About two months ago, I pre-ordered Duke Nukem Forever for the Xbox 360. I was a huge fan of Duke Nukem 3D in college and waited patiently but in vain for this follow-up game throughout the ‘90s. By the time I moved to New York in 1999, I’d given up hope that the world would ever see the sequel. I was as shocked as everyone else to find out a few years ago that the game would finally come out in 2011.
I received the game on June 14, its release date. By that time I’d already read a couple of advance reviews and they were not positive. But I’ve played mediocre games before, most notably the Star Wars: The Force Unleashed series, and I’ve had fun with them. The Star Wars universe is always entertaining to me. I hoped that I’d find a return to Duke Nukem’s world of misogyny, quips, big guns, and aliens would be as much fun as it was in 1996. I was wrong. I’ve actually quit playing the game part of the way through, and I’ve never quit on a game like that before. It’s that bad.
Duke Nukem Forever is not fun to play. It feels like work. It’s a formulaic first-person shooter, and by that I mean you go through level after level of shooting halfway intelligent aliens and solving puzzles so you can shoot more aliens. None of that gameplay is new to shooters, but in most shooters there’s something appealing about the effort. For example, in Halo, the worlds in which you fight are gorgeous, lush tropical paradises, terrifying underground caverns, or creepy wrecked spaceships. In The Force Unleashed, you play on familiar Star Wars worlds. DNF is set in a half-destroyed Las Vegas, but there’s nothing particularly unique about the levels. While there’s interactivity with the universe, I’m not interested in playing with toilets or making popcorn in a microwave. Yes, you can throw objects at your enemies when you run out of ammunition (and you often run out of ammunition) but while you’re looking for a barrel or box, the aliens are killing you.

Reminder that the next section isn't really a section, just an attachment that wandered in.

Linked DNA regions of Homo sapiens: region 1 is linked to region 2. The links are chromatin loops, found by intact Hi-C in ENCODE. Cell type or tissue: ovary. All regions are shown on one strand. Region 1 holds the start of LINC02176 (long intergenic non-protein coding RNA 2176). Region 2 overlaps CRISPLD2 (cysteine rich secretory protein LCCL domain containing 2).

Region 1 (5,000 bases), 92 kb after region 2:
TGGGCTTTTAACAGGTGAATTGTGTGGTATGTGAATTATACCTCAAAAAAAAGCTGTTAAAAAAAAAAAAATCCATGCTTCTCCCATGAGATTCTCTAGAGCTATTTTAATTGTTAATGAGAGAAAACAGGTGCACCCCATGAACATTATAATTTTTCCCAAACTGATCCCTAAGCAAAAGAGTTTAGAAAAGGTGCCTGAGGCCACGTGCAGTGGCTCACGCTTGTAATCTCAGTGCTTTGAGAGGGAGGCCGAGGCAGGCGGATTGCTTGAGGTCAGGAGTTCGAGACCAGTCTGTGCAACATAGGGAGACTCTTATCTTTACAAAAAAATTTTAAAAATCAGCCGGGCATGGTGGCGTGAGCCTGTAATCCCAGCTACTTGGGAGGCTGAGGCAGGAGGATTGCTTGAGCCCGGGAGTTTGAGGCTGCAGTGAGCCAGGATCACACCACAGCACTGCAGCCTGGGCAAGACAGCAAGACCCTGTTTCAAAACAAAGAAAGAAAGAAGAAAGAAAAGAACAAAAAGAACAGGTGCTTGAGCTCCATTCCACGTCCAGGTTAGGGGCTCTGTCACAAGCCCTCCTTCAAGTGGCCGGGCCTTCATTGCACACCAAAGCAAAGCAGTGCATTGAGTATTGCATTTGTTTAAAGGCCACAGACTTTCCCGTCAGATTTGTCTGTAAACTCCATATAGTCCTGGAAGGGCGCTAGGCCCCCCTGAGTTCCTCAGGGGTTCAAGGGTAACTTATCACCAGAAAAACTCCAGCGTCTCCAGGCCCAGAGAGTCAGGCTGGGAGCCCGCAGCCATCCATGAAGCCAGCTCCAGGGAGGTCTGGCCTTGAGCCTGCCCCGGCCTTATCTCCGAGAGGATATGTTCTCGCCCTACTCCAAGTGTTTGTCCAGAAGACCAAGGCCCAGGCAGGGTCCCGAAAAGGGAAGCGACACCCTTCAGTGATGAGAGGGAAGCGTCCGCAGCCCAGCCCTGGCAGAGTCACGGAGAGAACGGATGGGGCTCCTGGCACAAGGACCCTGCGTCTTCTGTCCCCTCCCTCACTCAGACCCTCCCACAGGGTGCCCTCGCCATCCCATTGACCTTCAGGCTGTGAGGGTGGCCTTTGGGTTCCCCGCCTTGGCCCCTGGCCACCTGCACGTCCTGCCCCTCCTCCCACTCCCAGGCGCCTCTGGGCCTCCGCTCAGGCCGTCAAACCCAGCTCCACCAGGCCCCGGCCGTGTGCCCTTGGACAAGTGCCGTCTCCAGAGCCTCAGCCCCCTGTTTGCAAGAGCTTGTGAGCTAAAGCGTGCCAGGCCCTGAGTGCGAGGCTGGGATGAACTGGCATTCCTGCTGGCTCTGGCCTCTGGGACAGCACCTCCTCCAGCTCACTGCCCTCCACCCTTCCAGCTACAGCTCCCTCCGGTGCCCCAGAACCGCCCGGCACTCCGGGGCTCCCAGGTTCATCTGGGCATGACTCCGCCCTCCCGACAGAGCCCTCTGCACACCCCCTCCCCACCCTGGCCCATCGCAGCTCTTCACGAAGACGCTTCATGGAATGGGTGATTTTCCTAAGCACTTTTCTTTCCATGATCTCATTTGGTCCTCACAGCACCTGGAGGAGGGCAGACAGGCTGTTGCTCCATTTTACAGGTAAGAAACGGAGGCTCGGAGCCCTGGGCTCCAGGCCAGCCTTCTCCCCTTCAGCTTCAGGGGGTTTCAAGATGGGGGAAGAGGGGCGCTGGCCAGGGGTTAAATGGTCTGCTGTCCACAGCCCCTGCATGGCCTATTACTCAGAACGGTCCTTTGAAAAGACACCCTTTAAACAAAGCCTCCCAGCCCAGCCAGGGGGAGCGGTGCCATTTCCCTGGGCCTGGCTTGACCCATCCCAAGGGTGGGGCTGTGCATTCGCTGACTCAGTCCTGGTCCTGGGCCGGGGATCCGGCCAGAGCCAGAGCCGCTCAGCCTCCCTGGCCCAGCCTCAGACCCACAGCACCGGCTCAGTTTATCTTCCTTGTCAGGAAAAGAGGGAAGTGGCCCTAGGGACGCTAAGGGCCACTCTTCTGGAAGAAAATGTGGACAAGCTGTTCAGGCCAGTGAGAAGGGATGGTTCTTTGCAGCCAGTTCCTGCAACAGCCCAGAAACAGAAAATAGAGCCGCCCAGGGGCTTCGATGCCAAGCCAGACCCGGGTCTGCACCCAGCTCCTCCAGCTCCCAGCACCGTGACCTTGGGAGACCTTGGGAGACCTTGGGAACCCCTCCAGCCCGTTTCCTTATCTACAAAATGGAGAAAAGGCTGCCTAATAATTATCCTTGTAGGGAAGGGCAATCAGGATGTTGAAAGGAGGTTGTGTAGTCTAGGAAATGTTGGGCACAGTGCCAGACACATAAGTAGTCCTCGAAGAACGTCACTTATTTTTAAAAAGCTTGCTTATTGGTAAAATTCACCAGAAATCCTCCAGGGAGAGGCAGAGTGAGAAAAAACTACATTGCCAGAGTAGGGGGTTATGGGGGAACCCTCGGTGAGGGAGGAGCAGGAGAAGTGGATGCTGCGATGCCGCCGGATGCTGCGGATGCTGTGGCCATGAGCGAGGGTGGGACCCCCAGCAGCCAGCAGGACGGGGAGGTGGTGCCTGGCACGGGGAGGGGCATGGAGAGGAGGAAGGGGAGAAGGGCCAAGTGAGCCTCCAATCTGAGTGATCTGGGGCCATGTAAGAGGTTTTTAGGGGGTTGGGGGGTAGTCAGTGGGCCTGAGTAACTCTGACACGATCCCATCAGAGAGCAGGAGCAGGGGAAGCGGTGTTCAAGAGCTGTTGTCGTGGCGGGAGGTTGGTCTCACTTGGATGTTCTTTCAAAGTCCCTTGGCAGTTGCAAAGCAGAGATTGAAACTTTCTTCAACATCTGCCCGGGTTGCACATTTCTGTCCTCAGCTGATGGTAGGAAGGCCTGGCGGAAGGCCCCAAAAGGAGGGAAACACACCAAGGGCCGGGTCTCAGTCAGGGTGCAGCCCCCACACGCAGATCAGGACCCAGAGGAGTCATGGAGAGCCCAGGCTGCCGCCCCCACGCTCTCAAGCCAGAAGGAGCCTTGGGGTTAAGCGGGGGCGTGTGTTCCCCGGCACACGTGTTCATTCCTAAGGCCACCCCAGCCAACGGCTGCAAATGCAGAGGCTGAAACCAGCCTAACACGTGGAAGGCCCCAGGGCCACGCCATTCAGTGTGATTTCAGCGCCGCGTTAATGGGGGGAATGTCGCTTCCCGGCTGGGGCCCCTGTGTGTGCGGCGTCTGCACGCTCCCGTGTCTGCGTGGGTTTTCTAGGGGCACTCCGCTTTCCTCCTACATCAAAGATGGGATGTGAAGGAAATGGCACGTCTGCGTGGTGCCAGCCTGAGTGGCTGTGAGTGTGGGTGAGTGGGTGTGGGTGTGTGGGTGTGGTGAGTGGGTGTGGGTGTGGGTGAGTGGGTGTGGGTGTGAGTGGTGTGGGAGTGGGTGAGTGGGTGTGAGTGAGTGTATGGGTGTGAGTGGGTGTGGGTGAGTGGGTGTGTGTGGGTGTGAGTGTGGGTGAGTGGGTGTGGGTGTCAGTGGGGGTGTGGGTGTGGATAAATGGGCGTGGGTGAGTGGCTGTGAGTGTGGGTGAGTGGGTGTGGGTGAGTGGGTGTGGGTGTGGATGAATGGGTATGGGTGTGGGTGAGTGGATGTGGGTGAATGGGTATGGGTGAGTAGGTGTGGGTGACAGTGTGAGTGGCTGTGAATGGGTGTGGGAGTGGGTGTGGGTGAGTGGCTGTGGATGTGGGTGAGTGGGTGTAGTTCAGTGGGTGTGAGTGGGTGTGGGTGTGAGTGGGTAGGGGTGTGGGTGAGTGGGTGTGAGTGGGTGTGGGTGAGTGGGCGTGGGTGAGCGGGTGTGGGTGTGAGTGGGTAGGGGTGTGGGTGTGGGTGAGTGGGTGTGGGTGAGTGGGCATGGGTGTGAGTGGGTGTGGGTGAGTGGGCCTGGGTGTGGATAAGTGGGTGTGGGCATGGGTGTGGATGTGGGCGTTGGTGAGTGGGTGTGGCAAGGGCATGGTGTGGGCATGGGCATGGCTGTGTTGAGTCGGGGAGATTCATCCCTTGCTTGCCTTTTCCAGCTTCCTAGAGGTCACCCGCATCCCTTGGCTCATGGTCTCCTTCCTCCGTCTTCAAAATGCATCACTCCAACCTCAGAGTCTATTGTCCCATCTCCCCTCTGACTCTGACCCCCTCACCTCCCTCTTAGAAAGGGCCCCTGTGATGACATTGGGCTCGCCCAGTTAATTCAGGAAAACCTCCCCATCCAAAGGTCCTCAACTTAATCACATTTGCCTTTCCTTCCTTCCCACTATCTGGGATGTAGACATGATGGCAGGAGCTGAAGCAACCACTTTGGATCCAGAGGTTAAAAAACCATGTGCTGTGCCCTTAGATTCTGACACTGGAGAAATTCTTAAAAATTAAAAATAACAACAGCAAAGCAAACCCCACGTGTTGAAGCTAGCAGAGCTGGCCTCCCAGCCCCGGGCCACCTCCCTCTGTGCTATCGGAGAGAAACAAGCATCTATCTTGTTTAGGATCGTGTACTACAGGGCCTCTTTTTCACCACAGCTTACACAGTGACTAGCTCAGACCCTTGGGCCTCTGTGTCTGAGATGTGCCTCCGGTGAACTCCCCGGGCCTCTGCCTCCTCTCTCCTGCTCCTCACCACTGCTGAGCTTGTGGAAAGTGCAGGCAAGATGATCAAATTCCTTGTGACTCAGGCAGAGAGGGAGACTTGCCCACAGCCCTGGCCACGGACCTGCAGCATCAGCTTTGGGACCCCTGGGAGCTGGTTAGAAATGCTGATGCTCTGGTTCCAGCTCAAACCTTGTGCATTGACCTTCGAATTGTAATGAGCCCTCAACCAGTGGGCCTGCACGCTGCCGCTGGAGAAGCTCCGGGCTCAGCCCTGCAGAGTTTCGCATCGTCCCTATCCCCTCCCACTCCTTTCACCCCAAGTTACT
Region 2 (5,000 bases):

When you die, you reload the game from the last automatic save. Duke Nukem Forever’s levels aren’t graphically intense but for whatever reason (bad coding? Bulky graphics engine? Poor overall game design?) they take over a minute to load. And when you die often, that’s a lot of wasted time. If I were enjoying the game play the long load times would be annoying, but in a game that feels like punching a clock, they remind you that you could be doing better things with your time. You could be playing a better game. At least DNF lives up to the “Forever” in its name.
After you’ve killed enough aliens, you face a big “boss.” Again, bosses are a feature of just about every shooter I’ve ever played. Duke Nukem’s bosses are gimmicky in that there’s a trick to defeating them. I don’t remember the first boss I faced or how I beat it, but when I got to the “queen” alien with three giant breasts protected by impenetrable wings, I gave up. It was such a predictable Duke Nukem thing to do. I saw the gimmick right away: wait until the queen screams and spreads her wings, then fire rockets at the breasts. But while you wait for her to scream, she’s throwing her offspring at you and trying to crush you with her tail (or something like that). It was a pointless and frustrating moment in a game full of pointless and frustrating moments.
That’s when I stopped playing. I’ve gotten bored with games before and not finished them, or gotten distracted by another new game. I never finished Grand Theft Auto: Vice City, GTA: San Andreas, or GTA IV, but with all three games I felt like I got my money’s worth. (There’s always a chance I’ll go back to GTA IV if there’s a massive blizzard.) And in the San Andreas and IV cases, I had a feeling going in that the games would be so big I’d never finish them. I had every intention of playing Duke Nukem Forever from beginning to end, just to see where the story went and for the sheer nostalgia of shooting pig cops and flying monsters. But I can’t do it. I have a limited amount of time to spend on video games, and I’m not going to waste those precious hours on something that I don’t enjoy. I played Call of Duty: Black Ops for about 45 minutes last night and had more fun in that time then in all the hours I put into Duke Nukem Forever. There’s no chance I’ll ever put that game back into my 360.
So, does anyone want a slightly used copy of Duke Nukem Forever?